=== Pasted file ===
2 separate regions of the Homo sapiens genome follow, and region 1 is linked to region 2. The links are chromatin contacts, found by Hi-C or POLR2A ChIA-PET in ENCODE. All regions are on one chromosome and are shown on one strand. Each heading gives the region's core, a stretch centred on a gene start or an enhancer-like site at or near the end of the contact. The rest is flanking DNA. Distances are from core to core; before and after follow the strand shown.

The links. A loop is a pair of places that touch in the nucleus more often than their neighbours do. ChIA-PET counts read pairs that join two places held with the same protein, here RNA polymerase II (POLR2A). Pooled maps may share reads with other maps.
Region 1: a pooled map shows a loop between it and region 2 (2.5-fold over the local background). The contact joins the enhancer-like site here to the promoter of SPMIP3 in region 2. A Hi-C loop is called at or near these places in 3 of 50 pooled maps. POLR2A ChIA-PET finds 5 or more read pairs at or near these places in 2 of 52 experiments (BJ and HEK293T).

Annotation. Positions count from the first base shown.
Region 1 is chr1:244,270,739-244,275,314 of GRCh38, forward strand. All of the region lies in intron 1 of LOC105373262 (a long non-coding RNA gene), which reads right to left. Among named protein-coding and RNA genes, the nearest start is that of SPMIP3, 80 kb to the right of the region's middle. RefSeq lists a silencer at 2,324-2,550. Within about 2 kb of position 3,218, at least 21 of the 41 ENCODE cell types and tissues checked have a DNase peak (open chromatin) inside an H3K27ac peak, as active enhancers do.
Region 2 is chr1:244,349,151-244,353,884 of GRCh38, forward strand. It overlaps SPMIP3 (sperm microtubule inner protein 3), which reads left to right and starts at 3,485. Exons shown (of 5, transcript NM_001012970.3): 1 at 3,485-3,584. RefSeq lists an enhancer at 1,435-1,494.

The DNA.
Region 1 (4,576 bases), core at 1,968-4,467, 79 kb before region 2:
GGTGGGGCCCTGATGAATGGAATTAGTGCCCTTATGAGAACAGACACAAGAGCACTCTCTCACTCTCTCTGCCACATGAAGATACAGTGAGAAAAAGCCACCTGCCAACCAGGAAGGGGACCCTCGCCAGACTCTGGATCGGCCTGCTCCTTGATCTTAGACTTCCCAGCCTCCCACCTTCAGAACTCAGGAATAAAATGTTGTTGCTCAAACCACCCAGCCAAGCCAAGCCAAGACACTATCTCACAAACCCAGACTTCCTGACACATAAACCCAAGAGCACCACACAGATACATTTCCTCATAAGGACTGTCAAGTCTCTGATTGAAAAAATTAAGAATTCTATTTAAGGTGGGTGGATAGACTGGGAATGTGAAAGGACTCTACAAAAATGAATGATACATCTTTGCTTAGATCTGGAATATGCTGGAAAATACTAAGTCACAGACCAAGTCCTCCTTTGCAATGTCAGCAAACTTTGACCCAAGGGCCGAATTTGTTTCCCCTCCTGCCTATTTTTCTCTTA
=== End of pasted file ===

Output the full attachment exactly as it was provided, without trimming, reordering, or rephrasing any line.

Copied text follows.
2 separate regions of the Homo sapiens genome follow, and region 1 is linked to region 2. The links are chromatin contacts, found by Hi-C or POLR2A ChIA-PET in ENCODE. All regions are on one chromosome and are shown on one strand. Each heading gives the region's core, a stretch centred on a gene start or an enhancer-like site at or near the end of the contact. The rest is flanking DNA. Distances are from core to core; before and after follow the strand shown.

The links. A loop is a pair of places that touch in the nucleus more often than their neighbours do. ChIA-PET counts read pairs that join two places held with the same protein, here RNA polymerase II (POLR2A). Pooled maps may share reads with other maps.
Region 1: a pooled map shows a loop between it and region 2 (2.5-fold over the local background). The contact joins the enhancer-like site here to the promoter of SPMIP3 in region 2. A Hi-C loop is called at or near these places in 3 of 50 pooled maps. POLR2A ChIA-PET finds 5 or more read pairs at or near these places in 2 of 52 experiments (BJ and HEK293T).

Annotation. Positions count from the first base shown.
Region 1 is chr1:244,270,739-244,275,314 of GRCh38, forward strand. All of the region lies in intron 1 of LOC105373262 (a long non-coding RNA gene), which reads right to left. Among named protein-coding and RNA genes, the nearest start is that of SPMIP3, 80 kb to the right of the region's middle. RefSeq lists a silencer at 2,324-2,550. Within about 2 kb of position 3,218, at least 21 of the 41 ENCODE cell types and tissues checked have a DNase peak (open chromatin) inside an H3K27ac peak, as active enhancers do.
Region 2 is chr1:244,349,151-244,353,884 of GRCh38, forward strand. It overlaps SPMIP3 (sperm microtubule inner protein 3), which reads left to right and starts at 3,485. Exons shown (of 5, transcript NM_001012970.3): 1 at 3,485-3,584. RefSeq lists an enhancer at 1,435-1,494.

The DNA.
Region 1 (4,576 bases), core at 1,968-4,467, 79 kb before region 2:
GGTGGGGCCCTGATGAATGGAATTAGTGCCCTTATGAGAACAGACACAAGAGCACTCTCTCACTCTCTCTGCCACATGAAGATACAGTGAGAAAAAGCCACCTGCCAACCAGGAAGGGGACCCTCGCCAGACTCTGGATCGGCCTGCTCCTTGATCTTAGACTTCCCAGCCTCCCACCTTCAGAACTCAGGAATAAAATGTTGTTGCTCAAACCACCCAGCCAAGCCAAGCCAAGACACTATCTCACAAACCCAGACTTCCTGACACATAAACCCAAGAGCACCACACAGATACATTTCCTCATAAGGACTGTCAAGTCTCTGATTGAAAAAATTAAGAATTCTATTTAAGGTGGGTGGATAGACTGGGAATGTGAAAGGACTCTACAAAAATGAATGATACATCTTTGCTTAGATCTGGAATATGCTGGAAAATACTAAGTCACAGACCAAGTCCTCCTTTGCAATGTCAGCAAACTTTGACCCAAGGGCCGAATTTGTTTCCCCTCCTGCCTATTTTTCTCTTA